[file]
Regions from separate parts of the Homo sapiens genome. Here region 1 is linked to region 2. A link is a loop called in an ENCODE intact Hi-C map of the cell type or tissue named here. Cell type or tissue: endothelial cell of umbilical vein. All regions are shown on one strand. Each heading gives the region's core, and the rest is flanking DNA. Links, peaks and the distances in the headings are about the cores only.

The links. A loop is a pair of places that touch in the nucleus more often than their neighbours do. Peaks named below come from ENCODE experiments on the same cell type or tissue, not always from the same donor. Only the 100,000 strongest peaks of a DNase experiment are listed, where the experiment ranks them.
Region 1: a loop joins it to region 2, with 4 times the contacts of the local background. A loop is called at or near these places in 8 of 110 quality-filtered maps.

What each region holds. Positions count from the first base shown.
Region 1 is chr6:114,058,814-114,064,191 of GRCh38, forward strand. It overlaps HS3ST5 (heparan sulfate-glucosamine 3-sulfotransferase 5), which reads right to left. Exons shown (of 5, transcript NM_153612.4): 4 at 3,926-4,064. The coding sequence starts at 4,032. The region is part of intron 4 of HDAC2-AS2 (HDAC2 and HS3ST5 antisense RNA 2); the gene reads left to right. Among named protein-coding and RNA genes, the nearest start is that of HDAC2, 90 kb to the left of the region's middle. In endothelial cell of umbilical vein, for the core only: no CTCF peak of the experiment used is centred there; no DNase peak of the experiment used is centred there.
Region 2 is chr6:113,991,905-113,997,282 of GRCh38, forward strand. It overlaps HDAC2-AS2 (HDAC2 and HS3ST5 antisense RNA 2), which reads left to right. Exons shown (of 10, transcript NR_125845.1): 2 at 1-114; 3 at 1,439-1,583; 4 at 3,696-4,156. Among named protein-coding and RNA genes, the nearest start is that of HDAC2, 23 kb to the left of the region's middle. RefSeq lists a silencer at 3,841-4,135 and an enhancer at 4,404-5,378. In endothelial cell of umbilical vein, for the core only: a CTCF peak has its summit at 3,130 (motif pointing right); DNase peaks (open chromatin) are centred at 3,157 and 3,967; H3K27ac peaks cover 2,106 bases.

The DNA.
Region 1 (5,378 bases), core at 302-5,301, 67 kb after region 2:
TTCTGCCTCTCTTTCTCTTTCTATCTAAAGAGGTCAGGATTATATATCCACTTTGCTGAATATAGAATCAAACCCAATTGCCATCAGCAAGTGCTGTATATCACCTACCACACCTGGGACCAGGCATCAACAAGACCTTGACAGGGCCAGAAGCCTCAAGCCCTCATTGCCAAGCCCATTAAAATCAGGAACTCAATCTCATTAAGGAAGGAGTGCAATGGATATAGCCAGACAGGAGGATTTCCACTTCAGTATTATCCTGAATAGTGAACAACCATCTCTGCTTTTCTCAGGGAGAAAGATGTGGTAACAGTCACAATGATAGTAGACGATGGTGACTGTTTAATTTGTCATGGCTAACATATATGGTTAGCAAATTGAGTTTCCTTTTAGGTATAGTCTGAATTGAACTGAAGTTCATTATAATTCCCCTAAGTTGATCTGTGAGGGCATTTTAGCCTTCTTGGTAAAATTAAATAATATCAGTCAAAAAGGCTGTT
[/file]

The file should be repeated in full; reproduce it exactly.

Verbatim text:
Regions from separate parts of the Homo sapiens genome. Here region 1 is linked to region 2. A link is a loop called in an ENCODE intact Hi-C map of the cell type or tissue named here. Cell type or tissue: endothelial cell of umbilical vein. All regions are shown on one strand. Each heading gives the region's core, and the rest is flanking DNA. Links, peaks and the distances in the headings are about the cores only.

The links. A loop is a pair of places that touch in the nucleus more often than their neighbours do. Peaks named below come from ENCODE experiments on the same cell type or tissue, not always from the same donor. Only the 100,000 strongest peaks of a DNase experiment are listed, where the experiment ranks them.
Region 1: a loop joins it to region 2, with 4 times the contacts of the local background. A loop is called at or near these places in 8 of 110 quality-filtered maps.

What each region holds. Positions count from the first base shown.
Region 1 is chr6:114,058,814-114,064,191 of GRCh38, forward strand. It overlaps HS3ST5 (heparan sulfate-glucosamine 3-sulfotransferase 5), which reads right to left. Exons shown (of 5, transcript NM_153612.4): 4 at 3,926-4,064. The coding sequence starts at 4,032. The region is part of intron 4 of HDAC2-AS2 (HDAC2 and HS3ST5 antisense RNA 2); the gene reads left to right. Among named protein-coding and RNA genes, the nearest start is that of HDAC2, 90 kb to the left of the region's middle. In endothelial cell of umbilical vein, for the core only: no CTCF peak of the experiment used is centred there; no DNase peak of the experiment used is centred there.
Region 2 is chr6:113,991,905-113,997,282 of GRCh38, forward strand. It overlaps HDAC2-AS2 (HDAC2 and HS3ST5 antisense RNA 2), which reads left to right. Exons shown (of 10, transcript NR_125845.1): 2 at 1-114; 3 at 1,439-1,583; 4 at 3,696-4,156. Among named protein-coding and RNA genes, the nearest start is that of HDAC2, 23 kb to the left of the region's middle. RefSeq lists a silencer at 3,841-4,135 and an enhancer at 4,404-5,378. In endothelial cell of umbilical vein, for the core only: a CTCF peak has its summit at 3,130 (motif pointing right); DNase peaks (open chromatin) are centred at 3,157 and 3,967; H3K27ac peaks cover 2,106 bases.

The DNA.
Region 1 (5,378 bases), core at 302-5,301, 67 kb after region 2:
TTCTGCCTCTCTTTCTCTTTCTATCTAAAGAGGTCAGGATTATATATCCACTTTGCTGAATATAGAATCAAACCCAATTGCCATCAGCAAGTGCTGTATATCACCTACCACACCTGGGACCAGGCATCAACAAGACCTTGACAGGGCCAGAAGCCTCAAGCCCTCATTGCCAAGCCCATTAAAATCAGGAACTCAATCTCATTAAGGAAGGAGTGCAATGGATATAGCCAGACAGGAGGATTTCCACTTCAGTATTATCCTGAATAGTGAACAACCATCTCTGCTTTTCTCAGGGAGAAAGATGTGGTAACAGTCACAATGATAGTAGACGATGGTGACTGTTTAATTTGTCATGGCTAACATATATGGTTAGCAAATTGAGTTTCCTTTTAGGTATAGTCTGAATTGAACTGAAGTTCATTATAATTCCCCTAAGTTGATCTGTGAGGGCATTTTAGCCTTCTTGGTAAAATTAAATAATATCAGTCAAAAAGGCTGTT